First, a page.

Jerry D. Parrish, Ph.D. is an Economist and professor within the Florida State University- Center for Economic Forecasting and Analysis. He holds a research background in energy, the environment, health, and economic development and agriculture. Previously, he served as the Chief Economist and Director of Research for The Florida Chamber Foundation and Chief Economist and Director of the Center for Competitive Florida for Florida Tax Watch.
Parrish explained in his presentation the various factors that contributed to the overall economy in Florida such as the availability of jobs, consumer spending, and the decline in labor jobs such as the farming industry. Being a state driven by agriculture and tourism, these areas saw significant declines. Yet, the Leisure & Hospitality industry has not fully recovered and has seen a decline by nearly -7.8 points nationwide.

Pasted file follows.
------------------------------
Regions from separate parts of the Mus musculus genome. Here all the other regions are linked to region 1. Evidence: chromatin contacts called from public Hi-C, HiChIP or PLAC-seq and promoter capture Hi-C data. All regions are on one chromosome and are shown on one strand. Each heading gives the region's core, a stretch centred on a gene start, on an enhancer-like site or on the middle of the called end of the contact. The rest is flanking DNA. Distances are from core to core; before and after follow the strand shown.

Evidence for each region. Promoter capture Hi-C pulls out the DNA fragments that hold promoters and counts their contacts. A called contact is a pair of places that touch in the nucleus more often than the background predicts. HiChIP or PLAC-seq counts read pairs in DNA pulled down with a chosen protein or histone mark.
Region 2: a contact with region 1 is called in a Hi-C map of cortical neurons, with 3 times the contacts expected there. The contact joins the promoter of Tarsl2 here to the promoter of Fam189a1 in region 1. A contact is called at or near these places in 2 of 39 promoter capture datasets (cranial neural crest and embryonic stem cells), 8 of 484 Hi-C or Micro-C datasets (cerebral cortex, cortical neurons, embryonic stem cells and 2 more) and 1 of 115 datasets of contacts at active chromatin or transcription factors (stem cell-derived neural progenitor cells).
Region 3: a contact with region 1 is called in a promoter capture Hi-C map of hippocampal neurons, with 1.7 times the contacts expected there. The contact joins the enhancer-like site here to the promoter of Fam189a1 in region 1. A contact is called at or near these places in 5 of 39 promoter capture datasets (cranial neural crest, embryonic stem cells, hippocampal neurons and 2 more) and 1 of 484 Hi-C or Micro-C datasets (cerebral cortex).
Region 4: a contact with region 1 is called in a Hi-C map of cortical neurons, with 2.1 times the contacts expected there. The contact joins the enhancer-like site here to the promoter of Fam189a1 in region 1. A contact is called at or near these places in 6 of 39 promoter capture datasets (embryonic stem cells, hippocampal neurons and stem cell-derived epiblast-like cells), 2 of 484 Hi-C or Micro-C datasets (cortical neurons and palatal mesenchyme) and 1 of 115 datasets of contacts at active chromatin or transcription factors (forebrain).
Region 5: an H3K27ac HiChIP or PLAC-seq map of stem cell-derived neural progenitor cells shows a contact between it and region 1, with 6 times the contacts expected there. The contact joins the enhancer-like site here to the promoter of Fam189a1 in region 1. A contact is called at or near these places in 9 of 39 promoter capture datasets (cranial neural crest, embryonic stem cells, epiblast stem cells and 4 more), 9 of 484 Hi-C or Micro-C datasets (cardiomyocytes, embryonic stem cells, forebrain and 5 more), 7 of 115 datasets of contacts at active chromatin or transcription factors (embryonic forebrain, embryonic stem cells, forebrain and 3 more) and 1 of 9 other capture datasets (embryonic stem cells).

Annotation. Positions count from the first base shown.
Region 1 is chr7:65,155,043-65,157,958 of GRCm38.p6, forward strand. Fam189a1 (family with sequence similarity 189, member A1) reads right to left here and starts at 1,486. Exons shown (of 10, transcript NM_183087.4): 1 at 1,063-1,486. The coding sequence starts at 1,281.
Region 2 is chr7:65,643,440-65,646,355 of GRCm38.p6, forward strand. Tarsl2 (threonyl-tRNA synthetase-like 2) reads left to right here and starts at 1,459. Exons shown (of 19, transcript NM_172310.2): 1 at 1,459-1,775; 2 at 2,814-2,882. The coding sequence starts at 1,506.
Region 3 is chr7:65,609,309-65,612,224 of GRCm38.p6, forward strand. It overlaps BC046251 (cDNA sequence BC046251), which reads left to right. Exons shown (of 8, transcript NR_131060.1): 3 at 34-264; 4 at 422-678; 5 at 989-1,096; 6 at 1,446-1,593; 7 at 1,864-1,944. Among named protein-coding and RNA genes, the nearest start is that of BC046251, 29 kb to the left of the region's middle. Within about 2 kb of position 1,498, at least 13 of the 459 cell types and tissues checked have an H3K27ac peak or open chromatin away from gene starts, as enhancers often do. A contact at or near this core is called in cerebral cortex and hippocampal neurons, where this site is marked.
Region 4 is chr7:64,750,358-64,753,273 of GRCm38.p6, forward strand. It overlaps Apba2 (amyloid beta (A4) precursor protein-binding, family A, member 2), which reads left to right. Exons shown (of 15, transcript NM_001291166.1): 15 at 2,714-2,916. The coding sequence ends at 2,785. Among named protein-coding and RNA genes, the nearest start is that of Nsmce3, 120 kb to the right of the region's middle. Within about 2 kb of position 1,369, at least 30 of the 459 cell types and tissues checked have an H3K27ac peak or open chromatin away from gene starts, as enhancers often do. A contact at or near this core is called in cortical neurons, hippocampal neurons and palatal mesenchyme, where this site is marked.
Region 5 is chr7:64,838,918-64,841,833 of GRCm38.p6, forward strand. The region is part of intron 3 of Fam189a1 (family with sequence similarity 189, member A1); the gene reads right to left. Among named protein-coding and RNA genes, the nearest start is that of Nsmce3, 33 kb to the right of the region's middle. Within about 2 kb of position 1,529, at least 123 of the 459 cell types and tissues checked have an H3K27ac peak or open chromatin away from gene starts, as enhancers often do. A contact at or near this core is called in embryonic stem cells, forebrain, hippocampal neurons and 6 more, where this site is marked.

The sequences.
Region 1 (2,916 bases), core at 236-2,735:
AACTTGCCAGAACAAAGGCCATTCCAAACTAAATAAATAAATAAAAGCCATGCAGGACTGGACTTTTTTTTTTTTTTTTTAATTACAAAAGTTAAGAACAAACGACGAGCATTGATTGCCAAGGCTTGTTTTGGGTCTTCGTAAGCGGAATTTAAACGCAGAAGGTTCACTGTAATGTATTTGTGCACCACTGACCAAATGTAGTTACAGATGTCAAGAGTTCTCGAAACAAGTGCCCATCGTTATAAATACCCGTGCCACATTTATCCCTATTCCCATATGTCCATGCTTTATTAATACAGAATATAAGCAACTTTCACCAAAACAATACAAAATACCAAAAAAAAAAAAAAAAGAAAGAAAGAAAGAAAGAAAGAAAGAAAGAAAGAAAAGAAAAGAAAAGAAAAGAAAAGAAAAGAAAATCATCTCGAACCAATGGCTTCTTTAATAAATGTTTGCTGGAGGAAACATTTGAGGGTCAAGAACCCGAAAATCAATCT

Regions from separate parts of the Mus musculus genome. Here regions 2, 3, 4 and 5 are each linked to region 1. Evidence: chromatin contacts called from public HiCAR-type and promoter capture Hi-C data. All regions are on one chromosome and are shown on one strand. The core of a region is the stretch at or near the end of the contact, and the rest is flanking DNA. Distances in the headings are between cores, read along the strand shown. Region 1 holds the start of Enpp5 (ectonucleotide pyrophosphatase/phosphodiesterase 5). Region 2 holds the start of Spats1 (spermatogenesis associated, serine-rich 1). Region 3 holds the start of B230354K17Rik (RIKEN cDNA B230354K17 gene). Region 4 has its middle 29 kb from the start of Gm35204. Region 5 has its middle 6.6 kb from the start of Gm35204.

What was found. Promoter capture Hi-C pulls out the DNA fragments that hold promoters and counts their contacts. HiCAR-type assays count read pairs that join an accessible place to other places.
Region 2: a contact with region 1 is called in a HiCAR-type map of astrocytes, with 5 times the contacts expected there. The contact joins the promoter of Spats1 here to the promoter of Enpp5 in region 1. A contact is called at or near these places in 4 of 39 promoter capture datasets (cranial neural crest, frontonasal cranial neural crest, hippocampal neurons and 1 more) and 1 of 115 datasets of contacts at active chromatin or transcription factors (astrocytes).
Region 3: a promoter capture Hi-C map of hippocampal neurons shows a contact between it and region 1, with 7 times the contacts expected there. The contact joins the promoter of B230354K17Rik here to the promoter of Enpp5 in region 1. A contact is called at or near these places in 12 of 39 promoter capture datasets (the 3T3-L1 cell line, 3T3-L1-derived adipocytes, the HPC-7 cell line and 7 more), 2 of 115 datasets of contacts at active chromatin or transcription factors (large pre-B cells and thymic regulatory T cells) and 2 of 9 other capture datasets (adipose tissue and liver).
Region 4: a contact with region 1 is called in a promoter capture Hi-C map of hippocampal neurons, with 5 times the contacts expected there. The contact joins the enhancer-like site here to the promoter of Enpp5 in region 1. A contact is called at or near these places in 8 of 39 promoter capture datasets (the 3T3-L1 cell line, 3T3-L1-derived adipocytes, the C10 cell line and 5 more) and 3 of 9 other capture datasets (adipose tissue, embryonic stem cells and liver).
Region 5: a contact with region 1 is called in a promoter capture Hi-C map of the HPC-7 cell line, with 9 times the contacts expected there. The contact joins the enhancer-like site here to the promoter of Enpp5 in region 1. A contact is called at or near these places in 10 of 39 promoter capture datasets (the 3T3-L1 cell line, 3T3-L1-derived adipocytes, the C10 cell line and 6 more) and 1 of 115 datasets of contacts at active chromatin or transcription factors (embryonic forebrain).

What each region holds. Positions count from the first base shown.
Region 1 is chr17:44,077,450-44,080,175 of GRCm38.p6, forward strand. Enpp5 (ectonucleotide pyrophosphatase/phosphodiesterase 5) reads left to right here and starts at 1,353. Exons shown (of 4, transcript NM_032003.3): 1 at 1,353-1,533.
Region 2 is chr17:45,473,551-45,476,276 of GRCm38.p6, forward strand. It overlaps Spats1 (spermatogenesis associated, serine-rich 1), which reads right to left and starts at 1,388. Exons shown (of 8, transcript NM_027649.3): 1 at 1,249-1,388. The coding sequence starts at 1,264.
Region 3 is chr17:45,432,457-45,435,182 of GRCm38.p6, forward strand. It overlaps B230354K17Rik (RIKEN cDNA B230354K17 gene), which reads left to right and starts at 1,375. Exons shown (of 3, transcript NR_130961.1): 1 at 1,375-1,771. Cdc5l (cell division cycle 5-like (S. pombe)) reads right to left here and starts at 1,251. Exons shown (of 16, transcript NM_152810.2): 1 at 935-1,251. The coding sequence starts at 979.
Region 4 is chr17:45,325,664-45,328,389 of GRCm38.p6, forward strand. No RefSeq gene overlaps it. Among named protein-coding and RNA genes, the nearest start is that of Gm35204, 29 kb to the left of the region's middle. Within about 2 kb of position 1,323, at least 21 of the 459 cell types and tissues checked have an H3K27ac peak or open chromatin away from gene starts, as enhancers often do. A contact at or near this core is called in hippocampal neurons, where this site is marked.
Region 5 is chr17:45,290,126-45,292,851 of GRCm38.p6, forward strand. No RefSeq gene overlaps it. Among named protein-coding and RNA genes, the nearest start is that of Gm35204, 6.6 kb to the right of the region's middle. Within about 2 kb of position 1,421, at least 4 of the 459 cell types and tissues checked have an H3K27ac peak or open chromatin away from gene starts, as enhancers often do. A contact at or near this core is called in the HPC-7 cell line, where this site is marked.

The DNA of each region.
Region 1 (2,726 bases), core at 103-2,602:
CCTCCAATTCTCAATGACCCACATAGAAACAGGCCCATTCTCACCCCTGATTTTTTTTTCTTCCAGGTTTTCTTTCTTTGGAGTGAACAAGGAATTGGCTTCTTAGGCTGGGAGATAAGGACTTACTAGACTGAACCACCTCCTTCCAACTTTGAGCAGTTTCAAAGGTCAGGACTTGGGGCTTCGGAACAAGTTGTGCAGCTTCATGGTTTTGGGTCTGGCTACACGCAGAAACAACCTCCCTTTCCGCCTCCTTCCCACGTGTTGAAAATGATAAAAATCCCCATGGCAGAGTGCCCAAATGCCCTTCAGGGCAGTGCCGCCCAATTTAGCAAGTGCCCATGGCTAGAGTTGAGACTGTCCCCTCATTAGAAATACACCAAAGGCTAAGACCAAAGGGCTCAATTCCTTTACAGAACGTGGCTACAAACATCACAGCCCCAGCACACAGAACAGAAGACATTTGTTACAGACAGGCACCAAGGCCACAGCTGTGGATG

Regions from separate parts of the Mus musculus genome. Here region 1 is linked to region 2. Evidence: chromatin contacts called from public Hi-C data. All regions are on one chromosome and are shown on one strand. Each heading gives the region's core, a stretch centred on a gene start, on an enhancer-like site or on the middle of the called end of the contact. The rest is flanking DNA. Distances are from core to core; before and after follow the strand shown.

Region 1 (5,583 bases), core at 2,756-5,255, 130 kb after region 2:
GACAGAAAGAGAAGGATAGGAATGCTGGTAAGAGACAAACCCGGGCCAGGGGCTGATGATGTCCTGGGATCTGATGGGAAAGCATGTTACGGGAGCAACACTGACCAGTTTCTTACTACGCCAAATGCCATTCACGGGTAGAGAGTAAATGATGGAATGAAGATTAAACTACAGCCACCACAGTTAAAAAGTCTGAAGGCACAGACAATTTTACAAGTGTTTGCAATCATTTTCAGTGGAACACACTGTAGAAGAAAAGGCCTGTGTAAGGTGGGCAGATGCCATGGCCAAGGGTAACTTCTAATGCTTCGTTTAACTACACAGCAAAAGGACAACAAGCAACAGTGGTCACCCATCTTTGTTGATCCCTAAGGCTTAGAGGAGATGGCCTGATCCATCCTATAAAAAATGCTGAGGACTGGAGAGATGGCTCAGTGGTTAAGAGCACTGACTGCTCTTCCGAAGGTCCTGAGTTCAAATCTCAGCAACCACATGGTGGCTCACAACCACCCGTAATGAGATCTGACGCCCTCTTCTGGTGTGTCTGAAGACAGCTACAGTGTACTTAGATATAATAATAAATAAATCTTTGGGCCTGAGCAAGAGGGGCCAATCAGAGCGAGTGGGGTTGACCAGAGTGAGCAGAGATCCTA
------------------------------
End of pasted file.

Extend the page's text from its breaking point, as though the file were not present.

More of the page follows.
Florida has continuously seen a population increase, as it is one of the top 5 largest states in the country and has increased by 14.6%. Florida has also exceeded the national average in growth by almost 7%. But an issue in the insurance market could potentially harm the economy further for new and current residents. With the rising premiums and lack of affordable housing and available housing, homebuyers are now straining to afford mortgage payments and cancelling or postponing purchasing their homes. With rising inflation prices, as well as increases in goods and necessities like gas, these factors add to the woes of Floridians, forcing them to make tough decisions on purchasing their new or first homes.
With a recession looming soon, Florida’s economy will face dark times before things get better. Homebuyers will have to face high mortgage rates on their future homes. The hospitality and leisure industry must bounce back from the declines of the pandemic. Companies who export goods will have to raise prices to send out the products consumers need such as food. Not to forget the impacts of Hurricane Ian that ravaged southwest Florida and the billions of dollars it will take to assist this region.
But with a diverse economy, a greater need for housing, and an increasing population, the impacts of a potential recession will not be as harsh compared to other states, and Florida will be able to revive itself.